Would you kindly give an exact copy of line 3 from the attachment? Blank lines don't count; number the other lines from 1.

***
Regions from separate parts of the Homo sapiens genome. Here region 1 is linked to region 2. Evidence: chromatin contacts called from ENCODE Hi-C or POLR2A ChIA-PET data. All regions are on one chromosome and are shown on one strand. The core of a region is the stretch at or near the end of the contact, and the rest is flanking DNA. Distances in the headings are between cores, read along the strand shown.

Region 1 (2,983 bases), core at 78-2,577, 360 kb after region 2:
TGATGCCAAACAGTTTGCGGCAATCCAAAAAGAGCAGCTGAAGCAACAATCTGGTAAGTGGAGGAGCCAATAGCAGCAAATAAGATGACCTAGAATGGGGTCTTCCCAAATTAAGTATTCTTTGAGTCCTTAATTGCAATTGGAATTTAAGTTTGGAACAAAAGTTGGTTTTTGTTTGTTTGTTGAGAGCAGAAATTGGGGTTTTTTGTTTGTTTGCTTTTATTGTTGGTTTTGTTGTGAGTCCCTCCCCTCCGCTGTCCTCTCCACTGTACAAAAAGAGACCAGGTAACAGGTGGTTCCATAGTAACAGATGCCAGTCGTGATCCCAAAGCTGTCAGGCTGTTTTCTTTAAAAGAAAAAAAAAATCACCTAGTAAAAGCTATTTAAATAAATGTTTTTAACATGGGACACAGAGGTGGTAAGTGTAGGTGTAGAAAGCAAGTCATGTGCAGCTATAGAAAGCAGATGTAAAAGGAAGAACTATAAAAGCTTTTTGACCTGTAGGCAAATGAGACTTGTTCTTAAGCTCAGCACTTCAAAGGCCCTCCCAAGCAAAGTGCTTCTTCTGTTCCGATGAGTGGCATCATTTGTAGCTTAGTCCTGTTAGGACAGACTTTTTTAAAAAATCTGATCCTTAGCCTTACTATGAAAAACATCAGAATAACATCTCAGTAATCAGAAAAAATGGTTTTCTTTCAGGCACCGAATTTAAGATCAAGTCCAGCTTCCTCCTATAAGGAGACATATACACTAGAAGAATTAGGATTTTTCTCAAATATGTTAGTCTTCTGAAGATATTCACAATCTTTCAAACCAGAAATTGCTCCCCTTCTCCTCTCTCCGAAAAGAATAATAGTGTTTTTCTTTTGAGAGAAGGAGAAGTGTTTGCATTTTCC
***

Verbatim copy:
TGATGCCAAACAGTTTGCGGCAATCCAAAAAGAGCAGCTGAAGCAACAATCTGGTAAGTGGAGGAGCCAATAGCAGCAAATAAGATGACCTAGAATGGGGTCTTCCCAAATTAAGTATTCTTTGAGTCCTTAATTGCAATTGGAATTTAAGTTTGGAACAAAAGTTGGTTTTTGTTTGTTTGTTGAGAGCAGAAATTGGGGTTTTTTGTTTGTTTGCTTTTATTGTTGGTTTTGTTGTGAGTCCCTCCCCTCCGCTGTCCTCTCCACTGTACAAAAAGAGACCAGGTAACAGGTGGTTCCATAGTAACAGATGCCAGTCGTGATCCCAAAGCTGTCAGGCTGTTTTCTTTAAAAGAAAAAAAAAATCACCTAGTAAAAGCTATTTAAATAAATGTTTTTAACATGGGACACAGAGGTGGTAAGTGTAGGTGTAGAAAGCAAGTCATGTGCAGCTATAGAAAGCAGATGTAAAAGGAAGAACTATAAAAGCTTTTTGACCTGTAGGCAAATGAGACTTGTTCTTAAGCTCAGCACTTCAAAGGCCCTCCCAAGCAAAGTGCTTCTTCTGTTCCGATGAGTGGCATCATTTGTAGCTTAGTCCTGTTAGGACAGACTTTTTTAAAAAATCTGATCCTTAGCCTTACTATGAAAAACATCAGAATAACATCTCAGTAATCAGAAAAAATGGTTTTCTTTCAGGCACCGAATTTAAGATCAAGTCCAGCTTCCTCCTATAAGGAGACATATACACTAGAAGAATTAGGATTTTTCTCAAATATGTTAGTCTTCTGAAGATATTCACAATCTTTCAAACCAGAAATTGCTCCCCTTCTCCTCTCTCCGAAAAGAATAATAGTGTTTTTCTTTTGAGAGAAGGAGAAGTGTTTGCATTTTCC